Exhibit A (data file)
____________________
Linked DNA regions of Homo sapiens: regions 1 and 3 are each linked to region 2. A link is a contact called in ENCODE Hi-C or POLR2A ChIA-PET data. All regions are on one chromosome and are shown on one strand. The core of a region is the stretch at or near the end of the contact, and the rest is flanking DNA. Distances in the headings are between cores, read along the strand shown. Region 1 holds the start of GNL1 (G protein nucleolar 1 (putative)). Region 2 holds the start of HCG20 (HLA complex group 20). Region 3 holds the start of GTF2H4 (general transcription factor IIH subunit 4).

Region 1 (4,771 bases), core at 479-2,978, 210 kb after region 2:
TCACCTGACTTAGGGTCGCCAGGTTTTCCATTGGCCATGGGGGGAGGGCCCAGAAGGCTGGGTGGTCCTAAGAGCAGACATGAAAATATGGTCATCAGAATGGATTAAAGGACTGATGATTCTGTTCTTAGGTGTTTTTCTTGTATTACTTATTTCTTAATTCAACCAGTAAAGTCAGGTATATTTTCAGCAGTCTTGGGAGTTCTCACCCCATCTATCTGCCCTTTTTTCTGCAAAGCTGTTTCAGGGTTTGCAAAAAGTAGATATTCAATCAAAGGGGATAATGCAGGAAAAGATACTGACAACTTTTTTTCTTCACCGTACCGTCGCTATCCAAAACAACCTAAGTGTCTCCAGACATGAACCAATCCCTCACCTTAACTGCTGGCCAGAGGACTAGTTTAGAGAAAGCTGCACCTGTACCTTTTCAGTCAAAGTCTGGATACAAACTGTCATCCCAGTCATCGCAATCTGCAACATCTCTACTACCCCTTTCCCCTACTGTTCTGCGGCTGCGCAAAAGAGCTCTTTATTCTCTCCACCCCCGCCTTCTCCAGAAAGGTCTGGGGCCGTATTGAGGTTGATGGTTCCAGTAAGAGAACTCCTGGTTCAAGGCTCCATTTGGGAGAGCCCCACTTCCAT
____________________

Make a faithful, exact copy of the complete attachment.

Linked DNA regions of Homo sapiens: regions 1 and 3 are each linked to region 2. A link is a contact called in ENCODE Hi-C or POLR2A ChIA-PET data. All regions are on one chromosome and are shown on one strand. The core of a region is the stretch at or near the end of the contact, and the rest is flanking DNA. Distances in the headings are between cores, read along the strand shown. Region 1 holds the start of GNL1 (G protein nucleolar 1 (putative)). Region 2 holds the start of HCG20 (HLA complex group 20). Region 3 holds the start of GTF2H4 (general transcription factor IIH subunit 4).

Region 1 (4,771 bases), core at 479-2,978, 210 kb after region 2:
TCACCTGACTTAGGGTCGCCAGGTTTTCCATTGGCCATGGGGGGAGGGCCCAGAAGGCTGGGTGGTCCTAAGAGCAGACATGAAAATATGGTCATCAGAATGGATTAAAGGACTGATGATTCTGTTCTTAGGTGTTTTTCTTGTATTACTTATTTCTTAATTCAACCAGTAAAGTCAGGTATATTTTCAGCAGTCTTGGGAGTTCTCACCCCATCTATCTGCCCTTTTTTCTGCAAAGCTGTTTCAGGGTTTGCAAAAAGTAGATATTCAATCAAAGGGGATAATGCAGGAAAAGATACTGACAACTTTTTTTCTTCACCGTACCGTCGCTATCCAAAACAACCTAAGTGTCTCCAGACATGAACCAATCCCTCACCTTAACTGCTGGCCAGAGGACTAGTTTAGAGAAAGCTGCACCTGTACCTTTTCAGTCAAAGTCTGGATACAAACTGTCATCCCAGTCATCGCAATCTGCAACATCTCTACTACCCCTTTCCCCTACTGTTCTGCGGCTGCGCAAAAGAGCTCTTTATTCTCTCCACCCCCGCCTTCTCCAGAAAGGTCTGGGGCCGTATTGAGGTTGATGGTTCCAGTAAGAGAACTCCTGGTTCAAGGCTCCATTTGGGAGAGCCCCACTTCCAT